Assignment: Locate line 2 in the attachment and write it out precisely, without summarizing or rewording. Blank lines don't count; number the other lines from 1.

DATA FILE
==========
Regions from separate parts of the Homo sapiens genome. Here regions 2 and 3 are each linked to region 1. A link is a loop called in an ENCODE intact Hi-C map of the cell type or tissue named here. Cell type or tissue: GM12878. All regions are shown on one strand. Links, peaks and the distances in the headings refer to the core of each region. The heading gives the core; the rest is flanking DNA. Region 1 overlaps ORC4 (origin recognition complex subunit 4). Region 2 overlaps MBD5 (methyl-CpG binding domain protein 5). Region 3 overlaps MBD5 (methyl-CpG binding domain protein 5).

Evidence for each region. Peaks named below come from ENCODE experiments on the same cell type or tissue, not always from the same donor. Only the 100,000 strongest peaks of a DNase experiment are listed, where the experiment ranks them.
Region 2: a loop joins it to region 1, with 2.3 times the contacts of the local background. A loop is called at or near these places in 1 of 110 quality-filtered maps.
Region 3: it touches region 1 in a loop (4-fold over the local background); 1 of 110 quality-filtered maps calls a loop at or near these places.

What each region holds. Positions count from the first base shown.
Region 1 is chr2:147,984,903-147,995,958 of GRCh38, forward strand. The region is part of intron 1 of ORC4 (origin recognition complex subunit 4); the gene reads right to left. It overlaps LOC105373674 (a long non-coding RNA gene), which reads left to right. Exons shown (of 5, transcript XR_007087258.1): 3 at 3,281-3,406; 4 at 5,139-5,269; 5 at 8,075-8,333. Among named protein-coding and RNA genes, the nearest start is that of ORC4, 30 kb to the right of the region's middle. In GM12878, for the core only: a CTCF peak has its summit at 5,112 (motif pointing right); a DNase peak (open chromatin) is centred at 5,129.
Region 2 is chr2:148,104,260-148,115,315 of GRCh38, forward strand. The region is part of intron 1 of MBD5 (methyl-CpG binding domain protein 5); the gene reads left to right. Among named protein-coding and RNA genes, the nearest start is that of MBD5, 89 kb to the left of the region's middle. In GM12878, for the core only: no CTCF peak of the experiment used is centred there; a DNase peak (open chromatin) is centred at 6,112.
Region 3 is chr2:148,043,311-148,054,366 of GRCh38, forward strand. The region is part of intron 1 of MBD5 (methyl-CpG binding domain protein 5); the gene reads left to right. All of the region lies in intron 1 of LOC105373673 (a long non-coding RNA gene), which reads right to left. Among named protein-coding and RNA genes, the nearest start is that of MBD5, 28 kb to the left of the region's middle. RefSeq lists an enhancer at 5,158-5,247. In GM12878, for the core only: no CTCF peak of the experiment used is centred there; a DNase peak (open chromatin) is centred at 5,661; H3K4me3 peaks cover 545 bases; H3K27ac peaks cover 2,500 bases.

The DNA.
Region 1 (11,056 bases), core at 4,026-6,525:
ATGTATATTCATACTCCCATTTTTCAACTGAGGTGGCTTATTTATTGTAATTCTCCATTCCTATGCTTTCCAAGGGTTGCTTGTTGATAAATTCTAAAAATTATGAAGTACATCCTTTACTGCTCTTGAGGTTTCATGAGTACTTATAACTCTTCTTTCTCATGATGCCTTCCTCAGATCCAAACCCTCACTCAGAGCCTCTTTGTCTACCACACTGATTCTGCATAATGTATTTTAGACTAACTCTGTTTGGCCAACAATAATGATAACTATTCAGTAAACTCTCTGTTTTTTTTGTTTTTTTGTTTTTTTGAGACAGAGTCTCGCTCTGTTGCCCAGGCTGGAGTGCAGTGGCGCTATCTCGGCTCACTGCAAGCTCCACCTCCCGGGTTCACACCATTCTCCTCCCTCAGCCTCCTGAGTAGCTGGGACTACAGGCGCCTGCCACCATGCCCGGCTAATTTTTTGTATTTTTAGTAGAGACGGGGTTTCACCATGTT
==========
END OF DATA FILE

Evidence for each region. Peaks named below come from ENCODE experiments on the same cell type or tissue, not always from the same donor. Only the 100,000 strongest peaks of a DNase experiment are listed, where the experiment ranks them.